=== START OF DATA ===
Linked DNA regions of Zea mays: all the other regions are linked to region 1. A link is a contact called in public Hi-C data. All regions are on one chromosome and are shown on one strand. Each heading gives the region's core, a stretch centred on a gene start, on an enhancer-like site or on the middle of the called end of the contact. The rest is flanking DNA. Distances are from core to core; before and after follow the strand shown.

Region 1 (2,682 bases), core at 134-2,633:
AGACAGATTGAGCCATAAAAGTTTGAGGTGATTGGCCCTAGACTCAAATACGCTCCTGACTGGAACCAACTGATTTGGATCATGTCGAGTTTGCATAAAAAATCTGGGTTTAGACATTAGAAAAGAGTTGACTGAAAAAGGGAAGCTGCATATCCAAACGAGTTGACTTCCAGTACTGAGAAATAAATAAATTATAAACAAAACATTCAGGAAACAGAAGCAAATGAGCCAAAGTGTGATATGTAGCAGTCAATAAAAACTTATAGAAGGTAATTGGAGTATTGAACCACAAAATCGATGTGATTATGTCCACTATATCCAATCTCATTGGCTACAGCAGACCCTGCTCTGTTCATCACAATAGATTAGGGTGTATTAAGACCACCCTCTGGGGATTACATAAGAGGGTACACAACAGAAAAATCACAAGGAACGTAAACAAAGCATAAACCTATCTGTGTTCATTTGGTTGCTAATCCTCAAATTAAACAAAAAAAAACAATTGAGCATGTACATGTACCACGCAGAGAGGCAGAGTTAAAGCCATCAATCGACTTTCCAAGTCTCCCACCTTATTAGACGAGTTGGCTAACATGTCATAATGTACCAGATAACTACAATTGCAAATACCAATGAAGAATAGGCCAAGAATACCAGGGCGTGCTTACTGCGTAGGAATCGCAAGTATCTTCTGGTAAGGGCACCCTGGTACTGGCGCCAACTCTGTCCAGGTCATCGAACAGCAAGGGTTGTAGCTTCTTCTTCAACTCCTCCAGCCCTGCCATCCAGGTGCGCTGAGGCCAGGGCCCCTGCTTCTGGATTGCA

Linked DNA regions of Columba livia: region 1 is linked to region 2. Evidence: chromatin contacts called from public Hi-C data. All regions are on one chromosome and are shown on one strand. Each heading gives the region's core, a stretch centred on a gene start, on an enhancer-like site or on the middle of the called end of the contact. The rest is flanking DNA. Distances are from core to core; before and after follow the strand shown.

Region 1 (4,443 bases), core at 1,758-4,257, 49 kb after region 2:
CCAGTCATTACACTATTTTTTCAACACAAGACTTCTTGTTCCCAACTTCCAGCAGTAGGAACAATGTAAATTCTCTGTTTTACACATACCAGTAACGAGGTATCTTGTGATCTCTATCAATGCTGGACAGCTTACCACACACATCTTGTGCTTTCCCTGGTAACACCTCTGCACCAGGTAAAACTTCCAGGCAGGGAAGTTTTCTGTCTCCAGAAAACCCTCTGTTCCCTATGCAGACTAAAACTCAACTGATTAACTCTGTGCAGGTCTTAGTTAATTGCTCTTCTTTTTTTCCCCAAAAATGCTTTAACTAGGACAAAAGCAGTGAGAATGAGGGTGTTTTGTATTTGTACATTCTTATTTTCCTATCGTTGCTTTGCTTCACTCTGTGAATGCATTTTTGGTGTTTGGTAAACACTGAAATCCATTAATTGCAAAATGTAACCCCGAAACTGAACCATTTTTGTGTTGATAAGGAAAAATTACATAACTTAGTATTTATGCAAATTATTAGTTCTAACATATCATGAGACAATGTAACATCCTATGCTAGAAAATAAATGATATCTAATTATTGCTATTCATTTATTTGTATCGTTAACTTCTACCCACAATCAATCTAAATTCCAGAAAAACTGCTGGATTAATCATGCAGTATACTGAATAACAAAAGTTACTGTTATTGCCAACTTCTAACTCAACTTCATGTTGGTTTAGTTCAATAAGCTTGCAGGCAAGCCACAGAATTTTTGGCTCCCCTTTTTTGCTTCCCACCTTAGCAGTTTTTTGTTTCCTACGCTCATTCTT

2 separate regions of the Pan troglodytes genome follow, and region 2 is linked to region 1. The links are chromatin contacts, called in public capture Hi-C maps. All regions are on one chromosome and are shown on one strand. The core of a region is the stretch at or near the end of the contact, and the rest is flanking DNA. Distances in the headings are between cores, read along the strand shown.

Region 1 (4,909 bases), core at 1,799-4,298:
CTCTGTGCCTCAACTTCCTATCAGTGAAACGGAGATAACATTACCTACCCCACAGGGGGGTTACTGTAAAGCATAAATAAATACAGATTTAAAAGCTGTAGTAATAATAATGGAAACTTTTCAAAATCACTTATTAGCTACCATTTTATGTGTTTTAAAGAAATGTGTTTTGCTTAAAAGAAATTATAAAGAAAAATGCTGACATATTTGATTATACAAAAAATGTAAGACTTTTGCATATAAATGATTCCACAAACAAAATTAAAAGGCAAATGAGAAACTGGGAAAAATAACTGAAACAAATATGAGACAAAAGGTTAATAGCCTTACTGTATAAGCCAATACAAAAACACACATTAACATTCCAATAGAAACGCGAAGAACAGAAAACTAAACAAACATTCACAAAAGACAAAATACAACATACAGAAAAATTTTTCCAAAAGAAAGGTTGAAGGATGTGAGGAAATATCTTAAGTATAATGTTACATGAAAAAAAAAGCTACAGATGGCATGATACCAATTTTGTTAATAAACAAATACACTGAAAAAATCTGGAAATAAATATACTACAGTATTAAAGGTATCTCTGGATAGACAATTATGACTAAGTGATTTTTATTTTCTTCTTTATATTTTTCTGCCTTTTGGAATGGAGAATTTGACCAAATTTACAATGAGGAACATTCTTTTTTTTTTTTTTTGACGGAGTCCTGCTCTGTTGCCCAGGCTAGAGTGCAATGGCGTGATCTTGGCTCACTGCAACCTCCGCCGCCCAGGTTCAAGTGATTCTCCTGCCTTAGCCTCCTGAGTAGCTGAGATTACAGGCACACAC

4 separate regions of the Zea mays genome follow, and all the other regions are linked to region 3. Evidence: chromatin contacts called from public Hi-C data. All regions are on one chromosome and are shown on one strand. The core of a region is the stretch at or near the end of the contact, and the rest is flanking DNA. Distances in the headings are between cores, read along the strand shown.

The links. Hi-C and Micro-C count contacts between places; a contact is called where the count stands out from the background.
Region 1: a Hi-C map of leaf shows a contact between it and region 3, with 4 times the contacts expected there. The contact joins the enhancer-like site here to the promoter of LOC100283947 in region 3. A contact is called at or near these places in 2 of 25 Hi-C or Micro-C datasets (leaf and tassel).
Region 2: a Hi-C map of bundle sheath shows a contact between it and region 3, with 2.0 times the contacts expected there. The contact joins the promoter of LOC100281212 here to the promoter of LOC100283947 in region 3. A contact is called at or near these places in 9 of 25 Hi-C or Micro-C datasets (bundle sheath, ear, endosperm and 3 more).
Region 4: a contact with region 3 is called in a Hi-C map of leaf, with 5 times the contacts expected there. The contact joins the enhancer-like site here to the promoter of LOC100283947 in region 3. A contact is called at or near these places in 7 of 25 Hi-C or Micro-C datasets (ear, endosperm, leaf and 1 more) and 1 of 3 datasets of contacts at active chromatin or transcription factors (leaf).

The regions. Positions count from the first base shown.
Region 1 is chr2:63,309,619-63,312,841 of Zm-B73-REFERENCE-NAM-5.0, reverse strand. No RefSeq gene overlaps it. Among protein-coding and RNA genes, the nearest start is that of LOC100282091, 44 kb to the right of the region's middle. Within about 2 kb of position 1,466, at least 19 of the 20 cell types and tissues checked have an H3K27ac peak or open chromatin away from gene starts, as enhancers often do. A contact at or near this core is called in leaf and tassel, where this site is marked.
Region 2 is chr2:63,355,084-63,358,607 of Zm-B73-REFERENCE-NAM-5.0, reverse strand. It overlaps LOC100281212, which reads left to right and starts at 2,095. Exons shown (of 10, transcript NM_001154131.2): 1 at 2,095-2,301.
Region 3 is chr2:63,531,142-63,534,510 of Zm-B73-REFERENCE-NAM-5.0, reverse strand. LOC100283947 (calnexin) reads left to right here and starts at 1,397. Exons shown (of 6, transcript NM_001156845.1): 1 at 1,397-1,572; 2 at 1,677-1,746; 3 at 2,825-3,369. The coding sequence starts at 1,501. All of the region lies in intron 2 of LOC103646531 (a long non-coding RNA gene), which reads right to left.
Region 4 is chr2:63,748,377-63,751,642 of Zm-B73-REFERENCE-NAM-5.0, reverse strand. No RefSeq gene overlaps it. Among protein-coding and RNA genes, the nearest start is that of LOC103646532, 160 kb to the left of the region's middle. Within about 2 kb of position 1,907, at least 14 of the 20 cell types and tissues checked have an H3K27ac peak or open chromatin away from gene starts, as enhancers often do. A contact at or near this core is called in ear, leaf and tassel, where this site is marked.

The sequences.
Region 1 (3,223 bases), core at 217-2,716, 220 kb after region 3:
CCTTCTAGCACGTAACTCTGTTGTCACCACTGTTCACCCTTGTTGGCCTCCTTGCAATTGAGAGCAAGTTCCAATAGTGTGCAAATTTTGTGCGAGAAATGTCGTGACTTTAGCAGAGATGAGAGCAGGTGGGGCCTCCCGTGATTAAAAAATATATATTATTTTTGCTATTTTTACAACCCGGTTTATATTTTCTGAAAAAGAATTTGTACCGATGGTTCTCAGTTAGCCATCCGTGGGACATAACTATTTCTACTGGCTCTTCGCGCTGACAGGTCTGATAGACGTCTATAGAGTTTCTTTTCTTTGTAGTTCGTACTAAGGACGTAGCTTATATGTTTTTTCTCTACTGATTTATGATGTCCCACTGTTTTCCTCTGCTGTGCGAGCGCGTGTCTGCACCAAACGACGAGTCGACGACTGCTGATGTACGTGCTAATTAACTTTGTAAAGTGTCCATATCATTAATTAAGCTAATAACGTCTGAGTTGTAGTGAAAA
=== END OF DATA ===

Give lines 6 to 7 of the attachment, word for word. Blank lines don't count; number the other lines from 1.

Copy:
CCAGTCATTACACTATTTTTTCAACACAAGACTTCTTGTTCCCAACTTCCAGCAGTAGGAACAATGTAAATTCTCTGTTTTACACATACCAGTAACGAGGTATCTTGTGATCTCTATCAATGCTGGACAGCTTACCACACACATCTTGTGCTTTCCCTGGTAACACCTCTGCACCAGGTAAAACTTCCAGGCAGGGAAGTTTTCTGTCTCCAGAAAACCCTCTGTTCCCTATGCAGACTAAAACTCAACTGATTAACTCTGTGCAGGTCTTAGTTAATTGCTCTTCTTTTTTTCCCCAAAAATGCTTTAACTAGGACAAAAGCAGTGAGAATGAGGGTGTTTTGTATTTGTACATTCTTATTTTCCTATCGTTGCTTTGCTTCACTCTGTGAATGCATTTTTGGTGTTTGGTAAACACTGAAATCCATTAATTGCAAAATGTAACCCCGAAACTGAACCATTTTTGTGTTGATAAGGAAAAATTACATAACTTAGTATTTATGCAAATTATTAGTTCTAACATATCATGAGACAATGTAACATCCTATGCTAGAAAATAAATGATATCTAATTATTGCTATTCATTTATTTGTATCGTTAACTTCTACCCACAATCAATCTAAATTCCAGAAAAACTGCTGGATTAATCATGCAGTATACTGAATAACAAAAGTTACTGTTATTGCCAACTTCTAACTCAACTTCATGTTGGTTTAGTTCAATAAGCTTGCAGGCAAGCCACAGAATTTTTGGCTCCCCTTTTTTGCTTCCCACCTTAGCAGTTTTTTGTTTCCTACGCTCATTCTT

2 separate regions of the Pan troglodytes genome follow, and region 2 is linked to region 1. The links are chromatin contacts, called in public capture Hi-C maps. All regions are on one chromosome and are shown on one strand. The core of a region is the stretch at or near the end of the contact, and the rest is flanking DNA. Distances in the headings are between cores, read along the strand shown.